First comes the written name, unknown to all but its divine Possessor; and then, in connection with the vesture dipped in blood, it is said, "And His name is called the Word of God." This must be carefully distinguished from what is found in the first verse of John's gospel. "The Word" there who was with God, and who was God, if it be taken, for the moment, as a Divine Title, cannot mean less than that (as has been well said) "He is, and He is the expression of the whole mind that subsists in God"; and this absolutely as relating to all that God is. But in our scripture, while the "Word of God" is the revelation of what God is, it is the revelation of God in a special aspect or character. The very details of His appearing out of heaven sitting on a white horse will make this plain. There is not a word of tenderness, grace, or affection; He is "called Faithful and True, and in righteousness He doth judge and make war. His eyes were as a flame of fire. . . . He was clothed with a vesture dipped in blood," etc. All speaks of holy and unsparing judgment; of judgment according to the standard of a righteous God; as indeed it is said: "He treadeth the winepress of the fierceness and wrath of Almighty God." (v. 15.) It is of all this, of God so presented, that Christ, as the Word of God, is the revelation. So in the gospels, for example, while Christ was ever God manifest in flesh, it is sometimes in the aspect of power, sometimes of grace, sometimes as light, and sometimes as love. But in whatever way, He expressed that which was divine; He was never less than all that He is.
Yet another name is given: in verse 16 it is said, "And He hath on His vesture and on His thigh a name written, KING OF KINGS, AND LORD OF LORDS." The context explains at once the force of this title, showing that, in harmony with the whole book, it has relation to the earth. In the preceding verse, we are told that He will smite the nations, and rule them with a rod of iron; and the name or title, we are considering, indicates that it is consequent upon this that our blessed Lord will establish His throne of universal supremacy upon the earth. Already exalted at the right hand of God, "angels and authorities and powers being made subject unto Him," He will in the day of which our passage speaks, be exalted also in this world, when He will "have dominion also from sea to sea, and from the river unto the ends of the earth." It will be the fulfilment of the promise, "Also I will make Him My Firstborn, higher than the kings of the earth." (Psalm 89:27.)
As showing the delight of the Spirit of God in directing our attention to the future glory of Christ in this world, it may be mentioned that twice before in this book it has been introduced. At the very commencement, in John's address to the seven churches, we read, "And from Jesus Christ, who is the faithful witness, and the first begotten of the dead, and the prince of the kings of the earth." It is the past of our blessed Lord, what He was when down here as the faithful witness; it is the present, what He is as risen from the dead, the First Begotten; and it is the future, what He will be, when He shall have taken His great power, and when all the potentates of the earth will render their homage at His feet as Lord of them all. In chapter 11 we find also the same blessed era. When the seventh angel sounded, "there were great voices in heaven, saying, The kingdoms of this world are become [the kingdoms] of our Lord, and of His Christ;* and He shall reign for ever and ever." (Chap. 11:15.) At the present time, "the whole creation groaneth and travaileth in pain together"; in that day, "the creature itself also shall be delivered from the bondage of corruption into the liberty of the glory of the children of God:" and under the rule of the rightful King over all the nations of the earth, the work of righteousness shall be peace; and the effect of righteousness, quietness and assurance for ever.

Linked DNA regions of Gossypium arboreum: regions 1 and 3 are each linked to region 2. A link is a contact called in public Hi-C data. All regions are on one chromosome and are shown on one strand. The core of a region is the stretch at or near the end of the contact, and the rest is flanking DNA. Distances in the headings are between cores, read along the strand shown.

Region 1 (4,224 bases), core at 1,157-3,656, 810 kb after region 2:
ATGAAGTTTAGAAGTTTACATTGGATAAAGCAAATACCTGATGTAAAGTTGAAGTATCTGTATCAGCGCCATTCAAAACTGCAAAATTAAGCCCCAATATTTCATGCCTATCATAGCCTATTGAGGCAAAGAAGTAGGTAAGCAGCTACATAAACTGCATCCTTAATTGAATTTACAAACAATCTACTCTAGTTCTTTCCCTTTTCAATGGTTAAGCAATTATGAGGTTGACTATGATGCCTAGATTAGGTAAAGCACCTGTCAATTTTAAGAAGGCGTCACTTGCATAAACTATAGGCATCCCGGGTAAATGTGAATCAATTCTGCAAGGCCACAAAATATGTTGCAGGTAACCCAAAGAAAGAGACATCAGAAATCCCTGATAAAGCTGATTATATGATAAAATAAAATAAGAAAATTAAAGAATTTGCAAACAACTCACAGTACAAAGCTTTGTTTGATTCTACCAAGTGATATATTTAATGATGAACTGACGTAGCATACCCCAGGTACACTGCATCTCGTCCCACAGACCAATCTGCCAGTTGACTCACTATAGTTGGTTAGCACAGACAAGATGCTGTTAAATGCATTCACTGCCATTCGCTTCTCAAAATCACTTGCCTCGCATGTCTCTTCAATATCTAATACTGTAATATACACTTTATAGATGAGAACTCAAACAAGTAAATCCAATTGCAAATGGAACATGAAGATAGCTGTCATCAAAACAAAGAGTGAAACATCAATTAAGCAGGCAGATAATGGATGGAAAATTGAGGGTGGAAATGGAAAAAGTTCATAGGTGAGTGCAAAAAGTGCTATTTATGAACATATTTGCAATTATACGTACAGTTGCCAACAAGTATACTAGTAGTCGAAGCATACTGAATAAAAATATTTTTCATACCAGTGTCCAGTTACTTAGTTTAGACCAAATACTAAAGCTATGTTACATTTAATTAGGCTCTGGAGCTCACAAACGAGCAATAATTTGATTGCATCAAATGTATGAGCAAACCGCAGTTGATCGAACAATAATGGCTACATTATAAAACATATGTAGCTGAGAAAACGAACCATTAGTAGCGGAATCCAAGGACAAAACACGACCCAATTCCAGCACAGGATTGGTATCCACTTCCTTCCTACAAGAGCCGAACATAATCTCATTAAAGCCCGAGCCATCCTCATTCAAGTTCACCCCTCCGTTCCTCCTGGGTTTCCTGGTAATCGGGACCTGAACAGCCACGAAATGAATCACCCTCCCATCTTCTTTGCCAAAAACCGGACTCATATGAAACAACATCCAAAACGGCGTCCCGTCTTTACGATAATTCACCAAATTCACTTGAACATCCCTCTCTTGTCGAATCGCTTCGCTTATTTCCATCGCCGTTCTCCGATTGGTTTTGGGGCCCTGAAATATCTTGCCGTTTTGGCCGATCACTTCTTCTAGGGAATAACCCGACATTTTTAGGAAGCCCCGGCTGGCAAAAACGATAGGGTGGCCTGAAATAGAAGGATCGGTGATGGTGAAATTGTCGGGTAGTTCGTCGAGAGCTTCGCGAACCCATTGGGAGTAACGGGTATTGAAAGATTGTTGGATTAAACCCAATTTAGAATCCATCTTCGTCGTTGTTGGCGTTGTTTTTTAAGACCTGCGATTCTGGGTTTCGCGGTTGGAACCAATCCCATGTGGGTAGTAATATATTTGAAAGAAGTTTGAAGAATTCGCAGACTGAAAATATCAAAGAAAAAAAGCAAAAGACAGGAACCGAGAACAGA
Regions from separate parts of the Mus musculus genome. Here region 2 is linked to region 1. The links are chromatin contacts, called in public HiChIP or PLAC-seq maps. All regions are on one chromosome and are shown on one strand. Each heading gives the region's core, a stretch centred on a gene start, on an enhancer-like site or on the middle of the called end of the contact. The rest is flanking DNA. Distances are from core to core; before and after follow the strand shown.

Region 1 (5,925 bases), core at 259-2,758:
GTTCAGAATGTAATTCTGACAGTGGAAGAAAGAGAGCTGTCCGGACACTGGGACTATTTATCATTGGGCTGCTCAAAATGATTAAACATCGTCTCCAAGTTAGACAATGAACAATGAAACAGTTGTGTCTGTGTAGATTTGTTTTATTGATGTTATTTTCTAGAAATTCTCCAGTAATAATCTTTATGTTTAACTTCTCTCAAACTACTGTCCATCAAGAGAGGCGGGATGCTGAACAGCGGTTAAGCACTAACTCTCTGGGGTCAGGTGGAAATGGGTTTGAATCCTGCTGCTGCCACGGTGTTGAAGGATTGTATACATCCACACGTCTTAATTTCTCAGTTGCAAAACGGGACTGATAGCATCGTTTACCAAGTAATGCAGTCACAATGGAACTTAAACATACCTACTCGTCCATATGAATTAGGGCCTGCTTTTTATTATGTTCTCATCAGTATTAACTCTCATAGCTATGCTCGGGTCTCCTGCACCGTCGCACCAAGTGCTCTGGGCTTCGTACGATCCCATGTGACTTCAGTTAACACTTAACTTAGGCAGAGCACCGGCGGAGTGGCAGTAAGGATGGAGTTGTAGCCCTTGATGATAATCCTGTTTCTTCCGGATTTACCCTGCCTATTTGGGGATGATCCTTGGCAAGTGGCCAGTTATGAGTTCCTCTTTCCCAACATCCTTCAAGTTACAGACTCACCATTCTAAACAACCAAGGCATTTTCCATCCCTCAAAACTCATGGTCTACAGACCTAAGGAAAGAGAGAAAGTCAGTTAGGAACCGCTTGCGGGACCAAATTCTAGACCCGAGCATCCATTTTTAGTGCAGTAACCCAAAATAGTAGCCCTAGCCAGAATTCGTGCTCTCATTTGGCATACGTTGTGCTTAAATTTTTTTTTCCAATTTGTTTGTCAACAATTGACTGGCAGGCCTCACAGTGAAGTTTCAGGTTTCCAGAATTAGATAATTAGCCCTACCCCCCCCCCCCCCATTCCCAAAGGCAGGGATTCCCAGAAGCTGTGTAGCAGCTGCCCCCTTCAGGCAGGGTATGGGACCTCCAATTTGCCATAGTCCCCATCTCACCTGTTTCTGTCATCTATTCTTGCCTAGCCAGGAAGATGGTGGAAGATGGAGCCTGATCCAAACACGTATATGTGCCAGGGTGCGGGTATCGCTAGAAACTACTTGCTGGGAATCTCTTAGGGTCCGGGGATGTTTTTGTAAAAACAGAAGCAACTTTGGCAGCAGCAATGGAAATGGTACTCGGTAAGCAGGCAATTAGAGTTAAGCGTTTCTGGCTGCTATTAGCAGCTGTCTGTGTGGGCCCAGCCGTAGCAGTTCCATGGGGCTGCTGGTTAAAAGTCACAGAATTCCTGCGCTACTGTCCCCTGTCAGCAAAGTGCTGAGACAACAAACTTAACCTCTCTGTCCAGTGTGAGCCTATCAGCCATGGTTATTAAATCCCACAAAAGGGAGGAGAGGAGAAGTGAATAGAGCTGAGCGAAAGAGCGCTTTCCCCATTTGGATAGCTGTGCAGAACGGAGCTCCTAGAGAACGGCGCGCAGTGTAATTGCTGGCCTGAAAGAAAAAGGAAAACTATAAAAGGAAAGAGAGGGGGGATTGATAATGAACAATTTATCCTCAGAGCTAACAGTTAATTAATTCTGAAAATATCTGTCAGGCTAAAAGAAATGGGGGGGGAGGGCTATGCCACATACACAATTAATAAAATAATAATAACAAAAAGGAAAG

*A better translation is: "The kingdom of the world of our Lord and of His Christ is come."
Such is the blessed future which awaits the earth; but before that can arrive, all the believers of this period will have been caught up in the clouds to meet the Lord in the air. The marriage of the Lamb, as we have seen from our chapter, precedes the appearing of the Lord. The hope of the Church, therefore, is the return of the Lord for His saints. For this they daily wait in communion with His own heart. To be with Him will be the consummation of their joy, inasmuch as it will be His joy in presenting His bride to Himself, which will fill their hearts and overflow in perpetual praise at His feet. But their vision is not bounded by this prospect, glorious as it is; for they look forward also, with earnest longing, to His appearing in glory, not because, in the grace of their God, they will be displayed in the same glory with Himself, but rather because the time will then have come when their Lord, who was once rejected and crucified, will be publicly exalted and enthroned as King of kings and Lord of lords. Yea -
"Our longing eyes would fain behold
That bright and blessed brow,
Once wrung with bitterest anguish, wear
Its crown of glory now."
It ennobles a Christian immensely to know and to feel that he is a channel through which the life of Christ is to flow out.
It is sweet to have communion with saints in the truth; but after all the heart has to live with God.
The life of the Lord Jesus was the great moral illustration of all divine glories.